Cowasjee had spoken with great hope of the press council that was on the cards way back in 1988. But he wanted the regulatory mechanism to be devised by the press itself. “Let its institutionalists not select, elect or nominate to it even by ‘popular acclaim’ a toady, an acquiescer or a boneless man”. Where is the press council? Small wonder AC is a disillusioned man.

When I visited him last week he was sitting with a big notepad before him. It was blank. I asked him what he was writing. He said he was recording his thoughts. However, he did recite to me a stanza by the 19th-century Gujarati poet Dalpatram. It was lyrical. I couldn’t understand it fully.

‘Garda, lula, andua gharib maa ne baap;
Mahadev teno dikro seva kare hum aap.’

But what I did understand was that the poet talks of self-help even in the direst times of helplessness. That touched a chord in me.

Source: Dawn

26 thoughts on “Will the lion roar again?”

    1. I started reading Ardeshie Cowasjee's articles from the first day these appeared in DAWN. In those days way back in late 80's and 90's we did not have DAWN on the web and used cut out his articles dfrom all the Sunday issues and save them in a box file. Now we do have the articles in the archives. I suggest these should be published in book form. Would that be possible.

      Rgds
      Jawed Reza Sheikh

  1. Ardeshir Cowasjee has played his inning well and its good that he decided to quit at a time when people still want him to continue. He is among those columnists who also give news in their column. He has his own style of talking and that was one of the reasons i interview him, last year. Its among the best and he was bold in his comments against the successive leaders. He was also one of my guests along with veteran Elahi Bux Somroo and Khanwar Idress on Pakistan. I recorded the prog. at the Sindh Assembly. Many times i got tips from his column and always admire his courage. However, he should have avoided too much criticism on ZAB, which at times also look irrelevant. Secondly, it also involve his personal experience or hate against the man. Only once i was disappointed when late chief minister Jam Sadiq Ali used some prayer leaders and got “fatwa” against him. I wish him all the best. mazhar

  2. So true while most of us captive salary class tax payers, see our salary taxes dwindled and swindled on the shopping sprees and life styles of our ruling elite and their never ending spoilt children we sit silently waiting for a saviour.We watch the common man on the street frustrated to make ends meet and a working middle class hitting the poverty line with inflation. Yet we say NOTHING. Let an army of Ardeshir Cowasjee's stand up and be heard. He has opened our eyes with wit ,humour and disgust and will be missed every Sunday morning .Your article was a fitting tribute to a lone warrier of civic rights and equality.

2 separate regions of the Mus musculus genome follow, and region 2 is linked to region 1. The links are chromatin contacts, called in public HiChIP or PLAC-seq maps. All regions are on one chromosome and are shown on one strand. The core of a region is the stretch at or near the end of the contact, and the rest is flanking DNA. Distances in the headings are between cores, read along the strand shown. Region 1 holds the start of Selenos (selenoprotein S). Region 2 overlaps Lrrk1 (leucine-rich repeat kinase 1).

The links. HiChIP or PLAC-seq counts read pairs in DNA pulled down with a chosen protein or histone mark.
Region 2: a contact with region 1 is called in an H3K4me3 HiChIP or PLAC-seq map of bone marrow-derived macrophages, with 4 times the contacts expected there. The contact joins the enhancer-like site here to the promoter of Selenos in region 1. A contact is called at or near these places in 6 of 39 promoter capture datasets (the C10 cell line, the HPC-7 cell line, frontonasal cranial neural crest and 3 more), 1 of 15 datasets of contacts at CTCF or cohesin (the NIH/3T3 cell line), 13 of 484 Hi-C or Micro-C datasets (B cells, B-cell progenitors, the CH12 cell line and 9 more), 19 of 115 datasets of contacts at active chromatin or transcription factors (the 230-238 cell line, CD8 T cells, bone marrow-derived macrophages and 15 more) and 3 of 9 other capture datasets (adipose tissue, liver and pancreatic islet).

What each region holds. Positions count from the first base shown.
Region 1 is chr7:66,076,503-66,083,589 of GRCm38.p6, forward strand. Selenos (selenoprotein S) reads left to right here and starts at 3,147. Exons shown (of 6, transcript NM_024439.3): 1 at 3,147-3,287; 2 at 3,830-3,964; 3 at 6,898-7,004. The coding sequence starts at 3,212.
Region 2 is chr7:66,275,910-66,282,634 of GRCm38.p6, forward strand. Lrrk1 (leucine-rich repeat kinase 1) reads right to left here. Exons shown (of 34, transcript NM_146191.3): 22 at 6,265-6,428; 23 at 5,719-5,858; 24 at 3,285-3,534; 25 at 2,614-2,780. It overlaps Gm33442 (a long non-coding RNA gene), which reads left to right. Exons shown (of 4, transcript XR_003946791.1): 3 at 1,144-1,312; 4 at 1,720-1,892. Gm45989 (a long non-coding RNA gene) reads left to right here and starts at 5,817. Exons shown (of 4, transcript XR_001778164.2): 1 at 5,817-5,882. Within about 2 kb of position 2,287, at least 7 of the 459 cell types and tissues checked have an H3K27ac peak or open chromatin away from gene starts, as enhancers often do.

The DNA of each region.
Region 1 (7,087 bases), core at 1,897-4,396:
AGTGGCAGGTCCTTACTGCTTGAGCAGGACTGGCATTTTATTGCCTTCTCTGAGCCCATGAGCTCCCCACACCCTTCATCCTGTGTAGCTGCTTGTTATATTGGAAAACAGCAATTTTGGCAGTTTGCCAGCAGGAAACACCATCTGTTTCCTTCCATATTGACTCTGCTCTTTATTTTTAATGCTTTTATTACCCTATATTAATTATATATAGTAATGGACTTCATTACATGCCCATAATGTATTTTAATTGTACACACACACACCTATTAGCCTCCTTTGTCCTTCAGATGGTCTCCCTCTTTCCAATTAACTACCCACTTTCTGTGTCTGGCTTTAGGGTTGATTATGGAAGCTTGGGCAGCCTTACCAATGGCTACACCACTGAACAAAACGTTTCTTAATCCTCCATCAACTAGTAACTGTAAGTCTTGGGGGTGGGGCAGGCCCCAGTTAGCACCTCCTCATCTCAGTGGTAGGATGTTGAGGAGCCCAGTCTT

3. Good that you chose to pay a tribute (while he is still around) to this outspoken journalist whose weekly column was a Sunday treat for so many of us.
    Will miss him. Interestingly his columns were always based on one or the other issue, a few being his very favourite.

  4. My request to him was to roar again and again as in the past to keep all on their toes

    1. No, indeed, he must not retire from writing his columns. We need people like him. His writing and thoughts are so valuable, plus he is a man with a true heart for the people – such people are rare. Do not go away from us, my friend!

      Maureen Lines

  5. Before this POST I have never heard about Cowasjee so feel very odd and willy nilly (willy nilly here means yes no yes no) to make any comments.

    But this WRITE UP tells much about his (Cowasjee) way and life. A writer when starts writing truth fearlessly and without caring about the adverse reaction from boss, Govt and other concerns then he/she is called a JOURNALIST and when he continues to go ahead strongly he/she becomes a LION.

    And LION never stops to roar!!!!!

  6. That is bad that Cowasjee has decided to retire, I did not know about it till I read your column today. Very sad..

  7. Your brilliant piece expressed both joy and sadness. about AC's larger than life presence and his retirement . He was indispensable for Dawn. What a sad day for all of us.

  8. He is a real lion, not many spoke like him, he is fearless, like Muslims of first century, never blinking, of very strong character. he must be disillusioned for for dismal state of affairs. Democracy in guise of kingship, mostly stupid, but wise for their coffers. How relentlessly he kept on raising his voice against vice, but "devot democrats" would not let even a shant good pass on to masses.